Non-peak months before the summer crowds. Experiencing Yosemite in spring is a must do. These months tend to be cool in temperature, but the sun shines enough to start melting the ice pack that built over winter. Yosemite falls is at peak glory in these months, but that also means very high water levels and flooding. During these months you may find roads, meadows, bridges and even accommodations closed due to flooding (I once stayed at Housekeeping in April and had to store my things on the top bunk in case flooding came in over night!). The water is too high for rafting or any water activities, and can even be found streaming across roads, causing driving hazards.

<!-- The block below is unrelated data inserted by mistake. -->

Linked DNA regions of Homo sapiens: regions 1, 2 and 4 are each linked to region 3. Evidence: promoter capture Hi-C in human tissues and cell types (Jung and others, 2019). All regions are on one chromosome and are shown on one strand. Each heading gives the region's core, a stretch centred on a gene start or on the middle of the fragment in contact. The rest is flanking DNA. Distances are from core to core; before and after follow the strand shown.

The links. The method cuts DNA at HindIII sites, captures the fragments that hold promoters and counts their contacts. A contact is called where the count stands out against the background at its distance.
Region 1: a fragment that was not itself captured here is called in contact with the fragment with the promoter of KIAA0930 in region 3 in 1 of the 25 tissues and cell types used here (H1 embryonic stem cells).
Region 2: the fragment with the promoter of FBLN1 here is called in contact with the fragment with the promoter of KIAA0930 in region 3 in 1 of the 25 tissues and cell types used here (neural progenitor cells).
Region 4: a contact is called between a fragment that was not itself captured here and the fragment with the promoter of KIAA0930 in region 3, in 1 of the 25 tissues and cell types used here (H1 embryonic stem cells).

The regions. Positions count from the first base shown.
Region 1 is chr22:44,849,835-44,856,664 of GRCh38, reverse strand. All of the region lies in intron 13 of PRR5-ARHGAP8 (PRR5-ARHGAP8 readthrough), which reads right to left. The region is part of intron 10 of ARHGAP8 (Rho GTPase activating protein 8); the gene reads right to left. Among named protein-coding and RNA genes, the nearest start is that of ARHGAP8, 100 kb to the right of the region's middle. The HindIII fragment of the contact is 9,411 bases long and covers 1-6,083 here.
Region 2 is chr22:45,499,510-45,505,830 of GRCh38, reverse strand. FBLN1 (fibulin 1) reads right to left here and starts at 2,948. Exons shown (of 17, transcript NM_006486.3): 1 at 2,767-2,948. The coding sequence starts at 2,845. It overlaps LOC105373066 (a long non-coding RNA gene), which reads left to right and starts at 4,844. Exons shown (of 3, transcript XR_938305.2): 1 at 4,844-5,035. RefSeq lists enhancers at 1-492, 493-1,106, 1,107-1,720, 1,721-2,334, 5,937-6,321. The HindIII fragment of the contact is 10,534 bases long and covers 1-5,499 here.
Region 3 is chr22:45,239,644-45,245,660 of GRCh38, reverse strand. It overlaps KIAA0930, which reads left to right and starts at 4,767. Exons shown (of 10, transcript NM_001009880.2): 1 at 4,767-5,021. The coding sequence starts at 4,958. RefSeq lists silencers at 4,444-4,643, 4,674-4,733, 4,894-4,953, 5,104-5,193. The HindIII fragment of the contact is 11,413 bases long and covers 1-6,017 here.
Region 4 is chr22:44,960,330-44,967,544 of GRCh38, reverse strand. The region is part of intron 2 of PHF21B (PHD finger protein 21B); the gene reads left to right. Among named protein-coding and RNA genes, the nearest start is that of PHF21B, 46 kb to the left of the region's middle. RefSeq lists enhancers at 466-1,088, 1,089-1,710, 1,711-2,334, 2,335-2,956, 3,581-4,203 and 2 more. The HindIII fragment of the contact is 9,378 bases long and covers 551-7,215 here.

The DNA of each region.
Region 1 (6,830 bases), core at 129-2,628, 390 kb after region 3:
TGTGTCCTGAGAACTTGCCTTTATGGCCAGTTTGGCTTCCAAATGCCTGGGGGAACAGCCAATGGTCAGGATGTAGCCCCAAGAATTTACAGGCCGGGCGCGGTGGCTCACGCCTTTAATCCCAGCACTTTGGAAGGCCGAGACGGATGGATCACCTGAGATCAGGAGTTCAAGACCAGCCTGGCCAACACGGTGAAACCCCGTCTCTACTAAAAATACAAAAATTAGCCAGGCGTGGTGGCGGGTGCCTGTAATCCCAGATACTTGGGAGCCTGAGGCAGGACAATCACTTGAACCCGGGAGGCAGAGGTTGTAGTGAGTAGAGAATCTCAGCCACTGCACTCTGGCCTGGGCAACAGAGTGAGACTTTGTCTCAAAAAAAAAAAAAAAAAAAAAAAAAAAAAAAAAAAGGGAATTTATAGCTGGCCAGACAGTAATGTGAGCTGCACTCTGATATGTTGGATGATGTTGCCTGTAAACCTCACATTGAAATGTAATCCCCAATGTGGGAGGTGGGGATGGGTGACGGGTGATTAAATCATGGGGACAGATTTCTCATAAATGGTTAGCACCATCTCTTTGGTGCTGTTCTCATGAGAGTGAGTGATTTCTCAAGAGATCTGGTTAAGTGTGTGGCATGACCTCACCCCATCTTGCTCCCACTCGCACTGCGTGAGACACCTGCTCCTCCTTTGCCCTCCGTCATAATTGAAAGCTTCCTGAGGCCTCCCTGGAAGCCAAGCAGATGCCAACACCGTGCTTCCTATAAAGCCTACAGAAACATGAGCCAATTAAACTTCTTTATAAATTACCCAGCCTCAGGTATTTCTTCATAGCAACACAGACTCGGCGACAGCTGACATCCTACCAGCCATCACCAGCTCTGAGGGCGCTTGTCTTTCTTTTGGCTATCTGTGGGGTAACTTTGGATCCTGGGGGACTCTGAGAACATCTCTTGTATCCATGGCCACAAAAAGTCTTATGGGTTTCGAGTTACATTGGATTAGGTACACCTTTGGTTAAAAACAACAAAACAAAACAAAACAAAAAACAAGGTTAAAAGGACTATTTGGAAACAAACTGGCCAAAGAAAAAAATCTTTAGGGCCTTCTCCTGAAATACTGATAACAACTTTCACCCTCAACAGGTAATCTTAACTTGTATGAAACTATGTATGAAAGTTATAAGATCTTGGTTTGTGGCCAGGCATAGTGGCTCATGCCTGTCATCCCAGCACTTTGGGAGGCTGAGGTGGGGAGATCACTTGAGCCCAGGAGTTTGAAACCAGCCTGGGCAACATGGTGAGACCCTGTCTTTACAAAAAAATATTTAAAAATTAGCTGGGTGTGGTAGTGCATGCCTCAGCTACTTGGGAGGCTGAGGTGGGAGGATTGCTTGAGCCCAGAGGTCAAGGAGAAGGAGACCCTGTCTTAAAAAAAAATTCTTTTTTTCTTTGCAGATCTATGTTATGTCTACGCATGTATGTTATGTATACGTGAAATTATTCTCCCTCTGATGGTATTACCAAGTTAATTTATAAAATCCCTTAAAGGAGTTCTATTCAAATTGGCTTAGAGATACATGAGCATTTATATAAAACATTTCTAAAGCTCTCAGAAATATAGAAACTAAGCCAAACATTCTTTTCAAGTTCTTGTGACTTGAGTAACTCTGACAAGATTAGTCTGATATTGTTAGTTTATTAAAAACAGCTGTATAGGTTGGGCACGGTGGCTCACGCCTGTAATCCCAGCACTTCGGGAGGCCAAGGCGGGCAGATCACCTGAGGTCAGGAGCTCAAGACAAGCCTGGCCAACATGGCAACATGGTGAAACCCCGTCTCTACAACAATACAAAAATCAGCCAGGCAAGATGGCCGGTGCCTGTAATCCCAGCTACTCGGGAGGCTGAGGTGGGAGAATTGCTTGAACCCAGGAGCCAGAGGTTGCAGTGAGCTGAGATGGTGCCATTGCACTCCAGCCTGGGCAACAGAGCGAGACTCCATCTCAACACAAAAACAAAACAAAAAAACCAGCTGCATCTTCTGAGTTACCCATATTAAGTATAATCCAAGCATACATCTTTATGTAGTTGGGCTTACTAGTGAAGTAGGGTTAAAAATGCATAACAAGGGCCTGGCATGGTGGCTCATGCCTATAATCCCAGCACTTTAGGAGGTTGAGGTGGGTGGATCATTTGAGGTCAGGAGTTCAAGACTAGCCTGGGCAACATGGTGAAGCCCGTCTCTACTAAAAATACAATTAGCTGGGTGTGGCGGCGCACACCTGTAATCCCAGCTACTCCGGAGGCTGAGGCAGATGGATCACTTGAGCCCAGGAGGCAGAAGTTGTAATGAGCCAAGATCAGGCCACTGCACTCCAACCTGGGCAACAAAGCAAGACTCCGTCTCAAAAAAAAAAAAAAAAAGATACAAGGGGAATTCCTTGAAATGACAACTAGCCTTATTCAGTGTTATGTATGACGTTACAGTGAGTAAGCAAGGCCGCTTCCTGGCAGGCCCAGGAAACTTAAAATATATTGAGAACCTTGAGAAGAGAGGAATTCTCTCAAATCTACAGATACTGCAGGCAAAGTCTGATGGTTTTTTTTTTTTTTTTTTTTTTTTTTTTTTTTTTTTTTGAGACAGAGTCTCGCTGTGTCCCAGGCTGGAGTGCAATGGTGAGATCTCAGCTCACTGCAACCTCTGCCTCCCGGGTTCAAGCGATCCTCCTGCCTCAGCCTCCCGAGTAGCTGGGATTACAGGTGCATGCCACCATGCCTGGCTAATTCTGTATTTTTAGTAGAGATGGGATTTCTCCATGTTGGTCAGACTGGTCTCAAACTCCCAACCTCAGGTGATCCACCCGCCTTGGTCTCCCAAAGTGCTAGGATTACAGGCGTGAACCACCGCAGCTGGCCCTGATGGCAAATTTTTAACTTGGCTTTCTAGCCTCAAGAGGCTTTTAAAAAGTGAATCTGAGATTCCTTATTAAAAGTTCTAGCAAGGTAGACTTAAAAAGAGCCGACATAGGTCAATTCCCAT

Expert Tip: Avoid Holidays:
It can be tempting to plan your vacation to coincide with Labor Day or Memorial Day weekend, but be ready for crowds. Traffic getting into the park on these holidays can cause 2-3 hour traffic delays, parking will be scarce, crowds will fill the best photo spots, and cars will be gridlocked around the park. I once went to Yosemite for the 4th of July weekend, and the last part of the drive that usually takes an hour took about 3 hours instead, and was mostly gridlock. No exaggeration. We expected crowds and had a good sense of humor about it, but I learned that visiting on a holiday weekend is not something I would recommend in my Yosemite valley travel guide.
What to Pack
- Fee to get in is $35 per vehicle, or $20 for bicyclists and people on foot. Yosemite is one of the locations included in the $80 America the Beautiful annual pass (free for military). For info on the annual pass and senior lifetime passes check the passes page on the National Parks Service website.